What happened next is beyond words. To this day I cannot adequately describe it, but I was suffused with His presence, and with joy. I just felt flooded with love. I knew, in a single moment, that God existed and that He loved me. That God was love—a love beyond any love I had ever suspected. That experience was the beginning of my vocation story. My life can be divided by that night, into Before and After. In a single night, God captured my heart with love, and there was no turning back for me. I was baptized into the Catholic Church within a few months. My parents were not delighted—their reaction to my conversion and subsequent vocation has been complex. But their main preoccupation has been for my happiness. Over time, they have come to understand that my decision to embrace God was not a rejection of them. I have watched them rise to the occasion, and die to self, to support my spiritual journey, and I experience that willingness of theirs as Christ-like charity.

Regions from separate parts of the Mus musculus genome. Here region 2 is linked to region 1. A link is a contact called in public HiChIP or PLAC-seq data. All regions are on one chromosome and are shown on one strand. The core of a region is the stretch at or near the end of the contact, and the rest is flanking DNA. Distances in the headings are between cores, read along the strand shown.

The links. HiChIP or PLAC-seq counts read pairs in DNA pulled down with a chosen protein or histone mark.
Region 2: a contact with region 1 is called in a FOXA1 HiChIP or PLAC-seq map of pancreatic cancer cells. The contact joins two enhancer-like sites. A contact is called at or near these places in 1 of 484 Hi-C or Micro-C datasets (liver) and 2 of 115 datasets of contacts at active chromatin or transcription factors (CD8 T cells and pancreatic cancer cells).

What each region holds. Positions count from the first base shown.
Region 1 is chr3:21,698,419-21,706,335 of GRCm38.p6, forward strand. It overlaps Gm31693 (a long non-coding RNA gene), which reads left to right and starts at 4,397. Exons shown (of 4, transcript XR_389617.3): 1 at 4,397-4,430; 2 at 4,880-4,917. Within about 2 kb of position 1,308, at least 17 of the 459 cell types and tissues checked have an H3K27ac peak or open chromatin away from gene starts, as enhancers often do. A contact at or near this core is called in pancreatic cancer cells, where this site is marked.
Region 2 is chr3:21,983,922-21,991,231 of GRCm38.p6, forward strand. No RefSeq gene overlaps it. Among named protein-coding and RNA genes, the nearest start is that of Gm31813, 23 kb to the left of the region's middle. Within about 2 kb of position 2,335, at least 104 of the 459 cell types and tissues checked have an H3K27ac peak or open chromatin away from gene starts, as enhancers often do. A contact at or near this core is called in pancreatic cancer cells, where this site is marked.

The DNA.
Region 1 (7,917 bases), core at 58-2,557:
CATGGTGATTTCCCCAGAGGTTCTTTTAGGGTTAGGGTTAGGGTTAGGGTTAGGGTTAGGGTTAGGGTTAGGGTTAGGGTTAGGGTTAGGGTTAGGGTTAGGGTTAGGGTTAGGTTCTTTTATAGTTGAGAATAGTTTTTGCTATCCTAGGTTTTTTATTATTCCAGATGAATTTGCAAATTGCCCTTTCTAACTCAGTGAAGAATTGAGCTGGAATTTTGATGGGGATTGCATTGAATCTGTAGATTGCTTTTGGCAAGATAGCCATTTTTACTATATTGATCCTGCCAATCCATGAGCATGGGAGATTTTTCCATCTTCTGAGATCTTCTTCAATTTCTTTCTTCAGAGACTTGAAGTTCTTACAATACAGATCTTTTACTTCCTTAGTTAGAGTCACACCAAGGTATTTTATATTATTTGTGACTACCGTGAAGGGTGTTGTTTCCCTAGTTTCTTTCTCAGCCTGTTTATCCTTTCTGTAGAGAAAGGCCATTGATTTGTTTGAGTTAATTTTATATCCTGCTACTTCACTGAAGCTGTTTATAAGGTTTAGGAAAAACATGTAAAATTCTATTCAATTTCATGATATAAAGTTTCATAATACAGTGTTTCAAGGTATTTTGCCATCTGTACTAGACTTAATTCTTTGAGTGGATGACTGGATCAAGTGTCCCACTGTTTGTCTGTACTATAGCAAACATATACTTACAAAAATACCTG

Divine providence and softball led me to college in Maryland, at Mount St. Mary’s. I was able to attend that school thanks to a combination of softball scholarships and student loans, and it was there at the Mount that the seed of my vocation was watered and brought to flourishing. From daily Mass, to spiritual direction, to friendships grounded in the mutual desire for holiness, the Mount provided a well-spring of spiritual nourishment.

I think I knew by the end of my freshman year that I was called to religious life. After my second year, I decided to drop softball so that I could load up on more classes and graduate in three years instead of four. Even with the loss of the softball scholarship, I still came out ahead financially, by not having to take on more debt, and it freed me to pursue my vocation sooner.